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Senior Advisor for Health and Wellness

A vibrant, resilient city is defined by several factors including the health of its communities. Nashville is a thriving city with a high-quality of life as well as a leader in high-quality, innovative healthcare services. However, Nashville’s health outcomes lag behind other comparable cities. Mayor Briley is committed to promoting a culture of health in Nashville by empowering our residents to take steps to improve their overall health and well-being. Good health and well-being is not a destination but a journey and health happens with the day-to-day decisions we make, such as incorporating more fresh fruits and vegetables into our diets or leaving our cars at home to walk to a transit stop. In 2018, Mayor Briley is focusing on initiatives to help Nashville improve its health and well-being and promote Music City as a healthy city.

Chronic Disease

Heart disease is the number one killer of Nashville women; in fact it kills more women than all cancers combined. However, when it comes to heart disease and stroke, women are men are not the same. Symptoms and risk factors can be different, however most research and treatments are tested on men. Nashville is committed to changing the conversation on women’s heart disease and have partnered with the Women’s Heart Alliance to help make that happen. It’s time for Nashville women to get our hearts checked, learn the facts on heart disease and take steps to improve our heart health. We have a good team in place to move initiatives in Nashville to create more awareness around women’s heart disease and help Nashville women get heart healthy in 2018.

Infectious Disease

In December, the Mayor's Office, the Metro Public Health Department and community partners launched Nashville’s Ending the Epidemic planning process. In 2018, Nashville is committed to developing a community-led planning process to End the HIV epidemic once and for all. We have the science and the tools at our disposal to make sure that everyone knows their HIV status and those infected can get early treatment and reach viral suppression, effectively eliminating their risk of transmission. We also have access to prevention tools to help those most at risk avoid infection. HIV also thrives in the face of stigma and discrimination so we must commit to educating the public and breaking down barriers so we can reach those most at risk.

Behavioral Health

1 in 5 adults experiences mental illness in a given year. Fatal drug overdoses have doubled in Davidson County in the past 5 years. Overdose is now the leading cause of death of Americans under age 50 and 2/3rds of American families report being impacted by addiction. At least 50% of those with a substance abuse disorder are estimated to have a co-occuring mental illness. Through the Community Mental Health Systems Improvement Workgroup, Metro has made strides in expanding opportunities for diversion for those with mental illness from the criminal justice system. Mayor Briley is committed to making an even broader commitment to addressing behavioral health in a systemic way in 2018 through a community-led process by continuing to focus on diversion issues and emergency response to drug overdose while also focusing more upstream on prevention and education initiatives and exploring opportunities to expand treatment resources in Nashville. An important strategy of the efforts to prevent substance use is a partnership with schools to present evidenced-based programming to young people rooted in the pillars of social and emotional learning.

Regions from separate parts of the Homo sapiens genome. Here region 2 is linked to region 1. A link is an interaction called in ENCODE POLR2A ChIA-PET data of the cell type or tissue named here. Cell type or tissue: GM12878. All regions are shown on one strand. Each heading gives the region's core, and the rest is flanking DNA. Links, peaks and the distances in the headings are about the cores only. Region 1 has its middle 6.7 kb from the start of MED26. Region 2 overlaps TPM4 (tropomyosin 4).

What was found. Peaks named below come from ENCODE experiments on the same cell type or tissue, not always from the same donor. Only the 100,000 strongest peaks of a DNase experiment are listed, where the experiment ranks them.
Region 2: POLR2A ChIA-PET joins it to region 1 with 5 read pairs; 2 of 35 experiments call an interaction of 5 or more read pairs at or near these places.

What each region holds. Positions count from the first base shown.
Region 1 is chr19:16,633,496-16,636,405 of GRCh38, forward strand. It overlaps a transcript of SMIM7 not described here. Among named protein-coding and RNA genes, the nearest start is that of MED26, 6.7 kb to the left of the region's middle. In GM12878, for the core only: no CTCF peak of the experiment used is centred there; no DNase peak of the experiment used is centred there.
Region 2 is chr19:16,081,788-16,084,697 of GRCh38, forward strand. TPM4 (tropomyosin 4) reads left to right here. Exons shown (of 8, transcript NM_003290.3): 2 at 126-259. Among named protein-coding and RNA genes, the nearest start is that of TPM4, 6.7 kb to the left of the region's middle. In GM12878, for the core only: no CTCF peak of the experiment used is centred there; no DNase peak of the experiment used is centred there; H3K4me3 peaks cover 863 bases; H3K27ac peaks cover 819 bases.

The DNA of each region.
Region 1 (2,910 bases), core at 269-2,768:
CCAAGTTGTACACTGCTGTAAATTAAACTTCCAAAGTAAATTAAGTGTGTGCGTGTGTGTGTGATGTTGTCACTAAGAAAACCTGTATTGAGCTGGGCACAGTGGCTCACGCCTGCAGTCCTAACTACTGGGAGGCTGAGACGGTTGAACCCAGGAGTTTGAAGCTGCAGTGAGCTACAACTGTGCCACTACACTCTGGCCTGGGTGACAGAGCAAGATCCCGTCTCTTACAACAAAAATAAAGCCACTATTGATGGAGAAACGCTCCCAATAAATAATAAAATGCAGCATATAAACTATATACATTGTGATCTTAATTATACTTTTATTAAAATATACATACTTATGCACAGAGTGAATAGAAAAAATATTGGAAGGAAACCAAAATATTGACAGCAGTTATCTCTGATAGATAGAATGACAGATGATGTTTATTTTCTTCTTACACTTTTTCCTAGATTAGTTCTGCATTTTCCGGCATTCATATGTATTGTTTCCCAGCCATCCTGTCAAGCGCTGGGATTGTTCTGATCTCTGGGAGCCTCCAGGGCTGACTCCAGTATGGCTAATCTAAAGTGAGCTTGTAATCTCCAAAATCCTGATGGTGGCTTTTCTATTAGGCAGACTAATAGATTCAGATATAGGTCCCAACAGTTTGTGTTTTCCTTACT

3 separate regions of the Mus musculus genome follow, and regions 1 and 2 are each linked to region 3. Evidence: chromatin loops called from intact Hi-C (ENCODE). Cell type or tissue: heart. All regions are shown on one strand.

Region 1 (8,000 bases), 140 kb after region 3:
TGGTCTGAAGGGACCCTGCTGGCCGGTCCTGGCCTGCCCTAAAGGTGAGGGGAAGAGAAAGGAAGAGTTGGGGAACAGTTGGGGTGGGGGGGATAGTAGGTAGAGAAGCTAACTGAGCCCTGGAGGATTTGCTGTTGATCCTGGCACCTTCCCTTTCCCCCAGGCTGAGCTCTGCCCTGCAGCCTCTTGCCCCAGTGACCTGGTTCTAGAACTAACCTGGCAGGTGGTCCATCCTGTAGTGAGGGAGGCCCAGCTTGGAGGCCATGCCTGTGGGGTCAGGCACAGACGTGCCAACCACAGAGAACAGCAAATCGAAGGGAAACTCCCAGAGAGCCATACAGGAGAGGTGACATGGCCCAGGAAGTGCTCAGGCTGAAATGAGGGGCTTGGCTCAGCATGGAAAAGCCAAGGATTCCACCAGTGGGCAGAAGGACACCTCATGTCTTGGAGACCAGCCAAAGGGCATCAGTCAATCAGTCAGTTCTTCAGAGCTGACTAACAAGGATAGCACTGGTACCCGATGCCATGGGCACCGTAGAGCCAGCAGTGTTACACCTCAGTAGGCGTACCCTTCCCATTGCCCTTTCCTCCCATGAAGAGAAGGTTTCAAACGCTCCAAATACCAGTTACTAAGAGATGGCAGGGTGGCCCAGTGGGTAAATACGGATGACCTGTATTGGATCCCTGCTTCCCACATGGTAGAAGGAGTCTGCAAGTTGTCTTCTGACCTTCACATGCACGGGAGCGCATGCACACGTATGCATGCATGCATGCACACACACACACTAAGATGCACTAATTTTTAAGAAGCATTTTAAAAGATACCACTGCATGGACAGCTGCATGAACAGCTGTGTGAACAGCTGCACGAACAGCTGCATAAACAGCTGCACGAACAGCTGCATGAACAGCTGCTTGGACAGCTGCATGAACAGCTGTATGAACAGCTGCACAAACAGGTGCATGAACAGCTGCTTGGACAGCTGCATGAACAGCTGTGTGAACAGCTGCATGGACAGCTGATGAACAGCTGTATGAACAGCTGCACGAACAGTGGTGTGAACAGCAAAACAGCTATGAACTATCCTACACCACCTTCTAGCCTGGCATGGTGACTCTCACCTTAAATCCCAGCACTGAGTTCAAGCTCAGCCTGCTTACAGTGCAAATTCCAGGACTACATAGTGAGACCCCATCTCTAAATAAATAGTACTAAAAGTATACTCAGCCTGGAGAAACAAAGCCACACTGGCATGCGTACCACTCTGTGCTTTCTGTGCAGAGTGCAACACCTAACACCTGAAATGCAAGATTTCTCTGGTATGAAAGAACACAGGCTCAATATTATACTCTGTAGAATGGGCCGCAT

Social Determinants of Health

Health and prosperity is closely linked in our community. In fact, one of the strongest predictors of health outcomes is where you live. Neighborhoods with concentrated poverty offer more stress, more violence as well as fewer community resources to help improve health such as access to safe and affordable recreation and access to healthy food. Significant food deserts exist in Davidson County which create access issues particularly for those low-income residents without reliable transportation. Food deserts tend to correspond with food swamps—a low-income area with an overabundance of unhealthy fast food options. Both food deserts and food swamps are correlated with high rates of obesity and chronic disease. Under the leadership of the Mayor’s Office, Nashville is developing a Fruit and Vegetable Rx program with local healthcare providers, food providers and other community partners. The goal of the program is to increase access to healthy food in underserved communities, better link healthcare with food insecurity resources and provide education on the importance of good nutrition and its connection to the avoidance of chronic disease.